David <hr /></blockquote>

Fred Agnir
02-03-2003, 11:11 AM
<blockquote><font class="small">Quote Troy:</font><hr> Regardless of table size, the play area is always a ratio of 2 to 1.<hr /></blockquote>
The measurement from nose to nose should be a ratio of 2 to 1, but if you define the playing area to be where the base of the ball contacts, then no, the playing area is not 2 to 1.

Fred

Cueless Joey
02-03-2003, 11:36 AM
<blockquote><font class="small">Quote Fred Agnir:</font><hr> <blockquote><font class="small">Quote Troy:</font><hr> Regardless of table size, the play area is always a ratio of 2 to 1.<hr /></blockquote>
The measurement from nose to nose should be a ratio of 2 to 1, but if you define the playing area to be where the base of the ball contacts, then no, the playing area is not 2 to 1.

Fred <hr /></blockquote>
Nitpicking! /ccboard/images/graemlins/grin.gif
Since the balls are 2 1/4 in diameter, half is 1 1/8, therefore a 9 ft table has actually 98 7/8 and 48 7/8 of "playing surface"?

Fred Agnir
02-03-2003, 12:25 PM
<blockquote><font class="small">Quote Cueless Joey:</font><hr> Nitpicking! /ccboard/images/graemlins/grin.gif
Since the balls are 2 1/4 in diameter, half is 1 1/8, therefore a 9 ft table has actually 98 7/8 and 48 7/8 of "playing surface"? <hr /></blockquote>
You're missing another half diameter, as there are two cushions per direction.

Nitpicking or not, there are systems out there with the entire premise based on the "fact" that the playing surface is twice as long as it is wide.

Fred

cheesemouse
02-03-2003, 12:34 PM
Wouldn't you have to subtract 21/4 anyway as there are two sides and two ends, there for you would still end up with the 2/1 ratio.......dah..........but.....dah...... /ccboard/images/graemlins/tongue.gif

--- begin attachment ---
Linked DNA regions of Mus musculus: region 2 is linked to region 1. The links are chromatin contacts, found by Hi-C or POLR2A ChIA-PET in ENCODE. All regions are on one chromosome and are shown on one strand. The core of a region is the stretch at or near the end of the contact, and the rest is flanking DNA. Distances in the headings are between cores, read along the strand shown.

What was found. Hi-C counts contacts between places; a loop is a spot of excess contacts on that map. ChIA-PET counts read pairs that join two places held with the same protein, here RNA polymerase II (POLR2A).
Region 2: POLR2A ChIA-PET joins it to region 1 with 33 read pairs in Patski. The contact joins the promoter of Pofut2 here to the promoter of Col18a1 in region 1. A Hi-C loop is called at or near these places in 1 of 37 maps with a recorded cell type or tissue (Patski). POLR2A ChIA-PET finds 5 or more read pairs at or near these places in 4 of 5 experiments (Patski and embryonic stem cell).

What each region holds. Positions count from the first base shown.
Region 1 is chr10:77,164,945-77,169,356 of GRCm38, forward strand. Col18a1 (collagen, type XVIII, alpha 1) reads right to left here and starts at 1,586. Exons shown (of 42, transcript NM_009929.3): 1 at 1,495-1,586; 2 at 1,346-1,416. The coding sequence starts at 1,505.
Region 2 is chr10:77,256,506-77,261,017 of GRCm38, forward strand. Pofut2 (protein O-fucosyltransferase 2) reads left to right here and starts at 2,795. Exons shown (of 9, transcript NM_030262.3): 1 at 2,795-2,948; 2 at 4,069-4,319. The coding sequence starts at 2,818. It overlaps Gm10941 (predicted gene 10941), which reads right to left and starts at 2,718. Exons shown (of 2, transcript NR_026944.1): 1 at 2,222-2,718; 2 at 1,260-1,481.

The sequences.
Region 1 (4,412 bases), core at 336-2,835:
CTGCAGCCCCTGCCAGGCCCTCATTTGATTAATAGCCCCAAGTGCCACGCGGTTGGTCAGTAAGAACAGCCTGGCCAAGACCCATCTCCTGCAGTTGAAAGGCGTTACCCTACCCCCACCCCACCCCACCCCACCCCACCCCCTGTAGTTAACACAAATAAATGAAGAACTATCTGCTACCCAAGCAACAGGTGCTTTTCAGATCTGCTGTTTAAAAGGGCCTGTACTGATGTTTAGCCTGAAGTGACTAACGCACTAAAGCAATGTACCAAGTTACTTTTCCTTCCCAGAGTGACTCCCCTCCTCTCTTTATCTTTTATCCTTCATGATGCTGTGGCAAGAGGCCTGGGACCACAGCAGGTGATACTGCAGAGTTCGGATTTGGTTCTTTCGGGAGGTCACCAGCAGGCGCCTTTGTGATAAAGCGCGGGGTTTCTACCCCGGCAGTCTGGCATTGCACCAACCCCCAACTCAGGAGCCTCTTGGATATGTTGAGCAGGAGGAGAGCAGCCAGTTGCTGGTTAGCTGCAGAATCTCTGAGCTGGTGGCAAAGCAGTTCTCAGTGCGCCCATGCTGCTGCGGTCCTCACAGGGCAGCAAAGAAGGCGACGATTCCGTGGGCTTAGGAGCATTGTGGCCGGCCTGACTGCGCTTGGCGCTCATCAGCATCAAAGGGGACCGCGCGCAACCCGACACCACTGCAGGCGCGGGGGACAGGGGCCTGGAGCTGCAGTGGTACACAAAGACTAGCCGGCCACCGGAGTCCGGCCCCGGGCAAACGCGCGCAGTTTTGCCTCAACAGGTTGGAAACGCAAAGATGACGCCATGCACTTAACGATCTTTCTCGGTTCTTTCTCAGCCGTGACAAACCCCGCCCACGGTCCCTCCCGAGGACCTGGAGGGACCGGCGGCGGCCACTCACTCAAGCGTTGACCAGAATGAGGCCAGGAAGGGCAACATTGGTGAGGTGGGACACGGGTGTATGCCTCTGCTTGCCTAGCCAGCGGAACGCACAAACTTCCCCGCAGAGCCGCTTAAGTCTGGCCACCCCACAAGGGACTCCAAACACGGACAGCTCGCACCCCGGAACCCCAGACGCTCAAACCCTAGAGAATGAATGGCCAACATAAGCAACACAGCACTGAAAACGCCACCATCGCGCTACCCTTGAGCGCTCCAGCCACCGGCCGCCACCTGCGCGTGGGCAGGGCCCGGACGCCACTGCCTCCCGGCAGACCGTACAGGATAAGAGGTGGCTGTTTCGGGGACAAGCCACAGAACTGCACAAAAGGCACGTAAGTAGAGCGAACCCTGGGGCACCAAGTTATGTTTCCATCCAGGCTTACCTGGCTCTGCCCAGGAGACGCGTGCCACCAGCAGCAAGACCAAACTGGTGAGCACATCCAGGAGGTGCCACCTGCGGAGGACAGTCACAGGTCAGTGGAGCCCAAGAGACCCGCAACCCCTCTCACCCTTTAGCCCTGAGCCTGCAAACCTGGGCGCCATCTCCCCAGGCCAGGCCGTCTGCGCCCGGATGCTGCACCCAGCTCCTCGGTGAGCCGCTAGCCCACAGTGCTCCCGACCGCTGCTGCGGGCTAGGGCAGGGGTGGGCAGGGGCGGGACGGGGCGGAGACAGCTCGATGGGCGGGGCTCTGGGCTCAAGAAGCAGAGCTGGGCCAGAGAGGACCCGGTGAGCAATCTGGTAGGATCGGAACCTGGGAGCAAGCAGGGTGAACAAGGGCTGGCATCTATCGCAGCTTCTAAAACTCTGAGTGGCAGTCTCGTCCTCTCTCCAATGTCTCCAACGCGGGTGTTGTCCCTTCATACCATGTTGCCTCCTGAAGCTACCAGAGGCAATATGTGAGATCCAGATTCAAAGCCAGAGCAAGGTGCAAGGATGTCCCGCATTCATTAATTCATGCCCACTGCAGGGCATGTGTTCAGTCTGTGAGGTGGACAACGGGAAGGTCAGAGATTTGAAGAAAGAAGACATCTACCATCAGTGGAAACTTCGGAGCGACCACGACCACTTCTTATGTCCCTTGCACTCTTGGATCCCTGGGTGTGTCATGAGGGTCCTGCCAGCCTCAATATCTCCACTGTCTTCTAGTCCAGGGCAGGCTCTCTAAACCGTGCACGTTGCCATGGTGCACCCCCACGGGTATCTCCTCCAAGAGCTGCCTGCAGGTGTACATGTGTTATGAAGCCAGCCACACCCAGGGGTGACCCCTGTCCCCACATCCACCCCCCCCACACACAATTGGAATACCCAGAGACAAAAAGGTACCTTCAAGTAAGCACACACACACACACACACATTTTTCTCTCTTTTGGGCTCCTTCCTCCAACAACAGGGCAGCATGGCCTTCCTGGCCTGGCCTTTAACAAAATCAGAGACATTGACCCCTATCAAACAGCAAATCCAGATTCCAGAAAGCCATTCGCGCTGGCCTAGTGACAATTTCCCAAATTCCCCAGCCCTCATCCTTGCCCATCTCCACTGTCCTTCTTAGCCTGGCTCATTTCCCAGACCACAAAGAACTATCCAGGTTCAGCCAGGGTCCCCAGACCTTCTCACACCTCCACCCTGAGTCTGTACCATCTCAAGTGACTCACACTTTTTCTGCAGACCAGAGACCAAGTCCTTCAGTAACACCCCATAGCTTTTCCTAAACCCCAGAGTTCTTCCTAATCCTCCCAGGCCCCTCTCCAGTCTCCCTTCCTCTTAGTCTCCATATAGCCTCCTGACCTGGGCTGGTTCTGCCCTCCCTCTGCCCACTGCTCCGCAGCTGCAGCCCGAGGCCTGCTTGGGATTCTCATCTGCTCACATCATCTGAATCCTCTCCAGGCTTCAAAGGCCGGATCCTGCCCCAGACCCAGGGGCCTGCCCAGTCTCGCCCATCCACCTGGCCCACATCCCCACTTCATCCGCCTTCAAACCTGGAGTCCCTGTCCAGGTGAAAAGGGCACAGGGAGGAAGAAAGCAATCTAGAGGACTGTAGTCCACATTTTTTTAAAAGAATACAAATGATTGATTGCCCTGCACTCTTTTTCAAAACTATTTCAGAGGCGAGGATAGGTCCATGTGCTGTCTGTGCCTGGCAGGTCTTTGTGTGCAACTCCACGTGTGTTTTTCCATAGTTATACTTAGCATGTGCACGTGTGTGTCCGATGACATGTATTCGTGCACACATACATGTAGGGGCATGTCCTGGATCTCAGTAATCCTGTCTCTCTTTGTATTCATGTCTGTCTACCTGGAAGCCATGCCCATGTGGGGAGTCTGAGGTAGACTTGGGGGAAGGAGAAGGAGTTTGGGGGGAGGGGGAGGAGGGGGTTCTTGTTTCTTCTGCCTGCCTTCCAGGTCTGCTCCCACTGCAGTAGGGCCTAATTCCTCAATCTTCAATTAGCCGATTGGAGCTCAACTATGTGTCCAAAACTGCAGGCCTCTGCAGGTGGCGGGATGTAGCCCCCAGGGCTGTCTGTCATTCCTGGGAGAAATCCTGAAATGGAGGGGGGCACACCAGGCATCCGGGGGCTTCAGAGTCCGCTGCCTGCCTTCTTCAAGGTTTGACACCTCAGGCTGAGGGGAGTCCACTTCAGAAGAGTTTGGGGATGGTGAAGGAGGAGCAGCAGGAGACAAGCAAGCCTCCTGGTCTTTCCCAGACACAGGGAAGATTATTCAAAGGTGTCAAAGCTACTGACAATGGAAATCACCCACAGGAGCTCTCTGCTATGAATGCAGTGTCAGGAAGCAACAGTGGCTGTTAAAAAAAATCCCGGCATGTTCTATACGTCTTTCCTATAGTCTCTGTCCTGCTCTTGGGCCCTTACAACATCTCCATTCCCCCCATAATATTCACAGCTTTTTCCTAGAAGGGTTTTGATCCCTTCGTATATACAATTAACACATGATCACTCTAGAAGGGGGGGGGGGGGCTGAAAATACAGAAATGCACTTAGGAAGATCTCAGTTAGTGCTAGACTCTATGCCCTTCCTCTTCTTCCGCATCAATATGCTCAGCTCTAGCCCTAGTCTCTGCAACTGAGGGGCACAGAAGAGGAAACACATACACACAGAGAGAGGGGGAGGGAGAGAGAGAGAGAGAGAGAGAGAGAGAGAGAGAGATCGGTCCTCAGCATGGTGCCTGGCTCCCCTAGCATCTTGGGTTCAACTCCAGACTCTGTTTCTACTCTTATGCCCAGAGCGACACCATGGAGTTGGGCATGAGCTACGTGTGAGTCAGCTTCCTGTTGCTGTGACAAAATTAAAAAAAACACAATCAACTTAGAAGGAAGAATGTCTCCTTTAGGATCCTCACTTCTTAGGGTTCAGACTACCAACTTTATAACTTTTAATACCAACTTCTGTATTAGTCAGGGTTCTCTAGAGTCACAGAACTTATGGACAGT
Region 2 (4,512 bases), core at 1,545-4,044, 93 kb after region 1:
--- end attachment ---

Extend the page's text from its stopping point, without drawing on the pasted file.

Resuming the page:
Ross
02-03-2003, 12:40 PM
So Fred, will you volunteer to design a kicking/banking system based on a playing surface that is 2.047 times as long as it is wide? /ccboard/images/graemlins/wink.gif

Ross
02-03-2003, 01:30 PM
<blockquote><font class="small">Quote cheesemouse:</font><hr> Wouldn't you have to subtract 21/4 anyway as there are two sides and two ends, there for you would still end up with the 2/1 ratio.......dah..........but.....dah...... /ccboard/images/graemlins/tongue.gif <hr /></blockquote>
Cheesemouse - assume a table was 20" x 10". Length = 2 x width. Now subtract 5" from each, to get new size: 15" x 5". Voila! Length = 3 x width! So subtracting a constant from both length and width changes the ratio unless length=width.

cheesemouse
02-03-2003, 02:26 PM
<blockquote><font class="small">Quote Ross:</font><hr> <blockquote><font class="small">Quote cheesemouse:</font><hr> Wouldn't you have to subtract 21/4 anyway as there are two sides and two ends, there for you would still end up with the 2/1 ratio.......dah..........but.....dah...... /ccboard/images/graemlins/tongue.gif <hr /></blockquote>
Cheesemouse - assume a table was 20" x 10". Length = 2 x width. Now subtract 5" from each, to get new size: 15" x 5". Voila! Length = 3 x width! So subtracting a constant from both length and width changes the ratio unless length=width. <hr /></blockquote>

Ross, Ok, I get it. It's same reason that if I were 30yrs old and you were 15yrs old I would be twice your age but in another 15 yrs I would be 45 and you would be 30.......and OK, I get it.....LOL /ccboard/images/graemlins/grin.gif /ccboard/images/graemlins/grin.gif

Troy
02-03-2003, 09:17 PM
I believe "playing area" has always been defined as cushion nose to cusion nose, hence, 2 to 1 ratio.

<blockquote><font class="small">Quote Fred Agnir:</font><hr> ...there are systems out there with the entire premise based on the "fact" that the playing surface is twice as long as it is wide.
Fred <hr /></blockquote>